There are tons of features that come with today’s photo printers and when shopping for a printer, many of these features need to be taken into account. In general, the more set up (more full-featured) a printer is, the more you’ll pay for it. You’ll need to decide what type of printing you’ll be doing to ensure that you’ll have everything you’ll need when the time comes. Conversely, you may only need basic functions, so you’d be better off purchasing a less expensive printer that doesn’t offer all the bells and whistles of the more expensive models. You’ll save money that way.
In this post, I’d like to discuss a few of the less obvious features that a photographer may be interested in when purchasing a printer. We all know about print quality, type of ink and the price of ink – and how important those things are, but there are a few specs that many folks fail to consider when they’re ready to buy. Nine times out of ten, a purchaser will spend days reading online reviews about print quality rather than learning if the printer they admire will even print the size paper they’ll require. Everything needs to be taken into account, so I hope to help out below.
Paper size – How large can this printer print? Is it limited to 8.5″x11″, 11″x17″, 13″x19″ or does it allow a roll of wide paper to be attached to the back of the printer? You’d surely want to avoid purchasing a printer that’s limited to a small piece of paper when you may like to print larger photos in the future. If you’re interested in printing wider panoramic shots, you’ll need to look at those printers that allow a roll feeder to attach to the back and one with a wider carriage. Oftentimes, these rolls of paper can be purchased 13″ wide and 100′ long. That’s a lot of printing.
Paper feed – Do you think you’ll need to print on heavier card stock paper that won’t bend easily? We all know that printers can handle regular paper, but can the one you’re interested in handle card stock? If you think you may be interested in various type of printing on various weights of paper, be sure that the printer offers rear and front doors that open to allow heavy paper to slide right through without bending.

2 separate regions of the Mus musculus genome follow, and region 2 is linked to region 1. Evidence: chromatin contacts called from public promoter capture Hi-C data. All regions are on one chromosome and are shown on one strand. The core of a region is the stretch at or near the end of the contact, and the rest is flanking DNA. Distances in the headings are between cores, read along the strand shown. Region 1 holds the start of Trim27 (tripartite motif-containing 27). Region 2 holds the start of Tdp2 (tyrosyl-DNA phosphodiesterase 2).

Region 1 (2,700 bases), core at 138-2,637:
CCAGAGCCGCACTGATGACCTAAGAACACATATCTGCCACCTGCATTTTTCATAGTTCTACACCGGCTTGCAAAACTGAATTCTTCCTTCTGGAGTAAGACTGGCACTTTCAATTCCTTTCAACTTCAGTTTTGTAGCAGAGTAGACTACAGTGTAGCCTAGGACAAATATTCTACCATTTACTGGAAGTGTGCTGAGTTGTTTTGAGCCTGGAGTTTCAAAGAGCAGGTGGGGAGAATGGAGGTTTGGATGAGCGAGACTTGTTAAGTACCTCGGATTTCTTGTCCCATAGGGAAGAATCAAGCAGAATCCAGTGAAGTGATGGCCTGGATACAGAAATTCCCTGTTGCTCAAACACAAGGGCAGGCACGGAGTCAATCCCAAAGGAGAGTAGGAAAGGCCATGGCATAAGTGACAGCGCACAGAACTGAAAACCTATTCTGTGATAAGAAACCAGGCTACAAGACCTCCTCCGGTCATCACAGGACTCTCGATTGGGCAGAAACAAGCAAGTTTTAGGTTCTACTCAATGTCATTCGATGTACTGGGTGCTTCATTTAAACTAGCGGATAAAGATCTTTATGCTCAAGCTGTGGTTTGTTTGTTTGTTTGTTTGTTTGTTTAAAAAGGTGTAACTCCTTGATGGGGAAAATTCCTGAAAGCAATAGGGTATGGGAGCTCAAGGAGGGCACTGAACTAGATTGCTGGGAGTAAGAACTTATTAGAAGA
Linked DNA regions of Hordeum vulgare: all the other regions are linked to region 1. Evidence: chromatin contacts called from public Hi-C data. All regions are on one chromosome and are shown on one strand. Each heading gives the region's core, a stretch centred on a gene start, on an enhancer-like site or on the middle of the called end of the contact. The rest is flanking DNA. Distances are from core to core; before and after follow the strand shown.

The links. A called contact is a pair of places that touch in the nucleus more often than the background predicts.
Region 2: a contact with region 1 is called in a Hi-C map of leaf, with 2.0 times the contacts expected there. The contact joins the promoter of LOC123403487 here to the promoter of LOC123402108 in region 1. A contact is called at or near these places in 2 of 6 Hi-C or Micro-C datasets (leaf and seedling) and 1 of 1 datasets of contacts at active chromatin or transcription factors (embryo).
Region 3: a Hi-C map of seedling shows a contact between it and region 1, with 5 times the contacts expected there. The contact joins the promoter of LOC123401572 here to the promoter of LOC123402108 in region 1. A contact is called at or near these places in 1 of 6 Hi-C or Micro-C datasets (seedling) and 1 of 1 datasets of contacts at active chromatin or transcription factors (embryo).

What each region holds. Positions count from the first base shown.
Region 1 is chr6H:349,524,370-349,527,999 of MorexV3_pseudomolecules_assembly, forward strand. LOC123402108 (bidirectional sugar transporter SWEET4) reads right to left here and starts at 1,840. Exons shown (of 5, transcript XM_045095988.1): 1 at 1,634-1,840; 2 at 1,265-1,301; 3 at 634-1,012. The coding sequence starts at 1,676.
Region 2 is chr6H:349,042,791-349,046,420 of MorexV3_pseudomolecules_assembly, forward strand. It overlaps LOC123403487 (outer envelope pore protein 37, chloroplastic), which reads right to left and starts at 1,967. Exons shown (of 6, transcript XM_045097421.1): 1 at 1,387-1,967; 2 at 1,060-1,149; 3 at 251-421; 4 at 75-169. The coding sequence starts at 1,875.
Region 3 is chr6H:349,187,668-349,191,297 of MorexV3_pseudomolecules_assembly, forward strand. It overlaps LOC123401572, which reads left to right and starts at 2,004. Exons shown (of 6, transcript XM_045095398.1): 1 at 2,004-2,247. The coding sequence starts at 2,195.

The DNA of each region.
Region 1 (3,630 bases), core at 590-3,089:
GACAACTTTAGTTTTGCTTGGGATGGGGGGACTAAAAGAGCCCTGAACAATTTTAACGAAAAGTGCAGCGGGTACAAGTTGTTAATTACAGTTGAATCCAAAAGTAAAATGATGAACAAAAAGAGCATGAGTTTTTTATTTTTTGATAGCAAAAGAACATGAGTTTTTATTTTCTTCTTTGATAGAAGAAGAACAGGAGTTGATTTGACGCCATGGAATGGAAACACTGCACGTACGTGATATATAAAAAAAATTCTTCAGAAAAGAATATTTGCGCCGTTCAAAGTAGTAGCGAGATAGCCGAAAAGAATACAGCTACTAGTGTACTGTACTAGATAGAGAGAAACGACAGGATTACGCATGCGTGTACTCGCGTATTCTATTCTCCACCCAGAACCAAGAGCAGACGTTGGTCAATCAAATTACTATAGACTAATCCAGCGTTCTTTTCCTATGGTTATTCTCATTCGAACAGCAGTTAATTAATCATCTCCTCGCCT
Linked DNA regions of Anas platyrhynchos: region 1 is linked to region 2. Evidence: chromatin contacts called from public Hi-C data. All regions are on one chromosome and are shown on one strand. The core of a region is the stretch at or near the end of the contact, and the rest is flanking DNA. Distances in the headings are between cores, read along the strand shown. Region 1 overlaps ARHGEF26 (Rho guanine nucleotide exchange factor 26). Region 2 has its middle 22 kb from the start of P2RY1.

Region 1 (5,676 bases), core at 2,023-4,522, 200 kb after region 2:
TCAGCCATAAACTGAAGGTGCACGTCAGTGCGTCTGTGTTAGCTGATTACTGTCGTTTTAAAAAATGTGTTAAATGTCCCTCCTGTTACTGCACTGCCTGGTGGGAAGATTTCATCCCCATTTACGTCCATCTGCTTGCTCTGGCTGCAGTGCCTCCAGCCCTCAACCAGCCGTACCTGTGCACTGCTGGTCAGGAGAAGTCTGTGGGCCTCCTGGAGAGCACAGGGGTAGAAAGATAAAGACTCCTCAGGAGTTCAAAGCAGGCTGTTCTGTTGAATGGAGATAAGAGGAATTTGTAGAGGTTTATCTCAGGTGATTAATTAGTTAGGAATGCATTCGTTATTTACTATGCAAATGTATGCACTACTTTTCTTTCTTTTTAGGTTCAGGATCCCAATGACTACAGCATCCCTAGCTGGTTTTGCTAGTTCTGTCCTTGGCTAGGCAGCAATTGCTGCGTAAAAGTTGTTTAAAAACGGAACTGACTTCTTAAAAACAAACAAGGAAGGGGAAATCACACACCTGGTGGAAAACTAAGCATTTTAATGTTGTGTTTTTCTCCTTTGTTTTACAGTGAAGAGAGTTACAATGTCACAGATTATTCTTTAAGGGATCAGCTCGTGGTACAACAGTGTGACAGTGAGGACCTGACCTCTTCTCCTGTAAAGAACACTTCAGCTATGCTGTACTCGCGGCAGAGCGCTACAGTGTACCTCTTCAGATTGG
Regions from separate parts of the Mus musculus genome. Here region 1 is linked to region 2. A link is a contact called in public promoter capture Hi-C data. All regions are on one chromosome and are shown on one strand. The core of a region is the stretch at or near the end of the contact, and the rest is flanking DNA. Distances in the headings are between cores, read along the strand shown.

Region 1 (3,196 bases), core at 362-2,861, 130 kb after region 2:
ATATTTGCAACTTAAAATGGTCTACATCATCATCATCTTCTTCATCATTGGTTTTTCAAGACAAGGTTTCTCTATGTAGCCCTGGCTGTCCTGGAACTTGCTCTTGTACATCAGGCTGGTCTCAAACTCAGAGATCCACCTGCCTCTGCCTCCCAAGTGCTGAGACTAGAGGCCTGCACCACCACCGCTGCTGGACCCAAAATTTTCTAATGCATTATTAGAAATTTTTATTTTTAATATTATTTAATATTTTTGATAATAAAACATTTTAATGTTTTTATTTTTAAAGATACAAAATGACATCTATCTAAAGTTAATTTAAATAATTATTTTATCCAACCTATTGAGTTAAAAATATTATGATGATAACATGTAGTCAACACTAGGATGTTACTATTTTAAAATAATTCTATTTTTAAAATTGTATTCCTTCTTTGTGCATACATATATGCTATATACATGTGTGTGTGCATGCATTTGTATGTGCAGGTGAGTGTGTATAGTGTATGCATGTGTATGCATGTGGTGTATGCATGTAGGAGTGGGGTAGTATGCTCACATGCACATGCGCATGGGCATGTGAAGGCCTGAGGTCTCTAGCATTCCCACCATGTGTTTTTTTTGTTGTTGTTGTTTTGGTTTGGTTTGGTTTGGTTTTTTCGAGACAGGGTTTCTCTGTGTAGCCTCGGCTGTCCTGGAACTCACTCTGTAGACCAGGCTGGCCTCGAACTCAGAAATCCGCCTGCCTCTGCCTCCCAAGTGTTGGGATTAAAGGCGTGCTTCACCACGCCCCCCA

Connection – Finally, you’ll need to think about how you’d like to connect to your photo printer. I’ll warn you that some of these printers are rather large, so you may not want it sitting out and exposed all the time. Or, you may love it so much and use it so frequently that you’ll want it right next to your desk. If you plan on having multiple people use the printer from multiple computers, you will want one with wireless capabilities. If it’s just you and you’ll set the machine up next to your desk (or on your desk), one that connects with a wire is fine. Personally, since I have my color printer in another room, I bought one that has wireless capabilities. I couldn’t possibly run a wire that far away.
I hope this helps. I know there’s a lot to look at when searching for the perfect photo printer, but hopefully what I shared above will get you thinking of some of the more esoteric features that printers offer.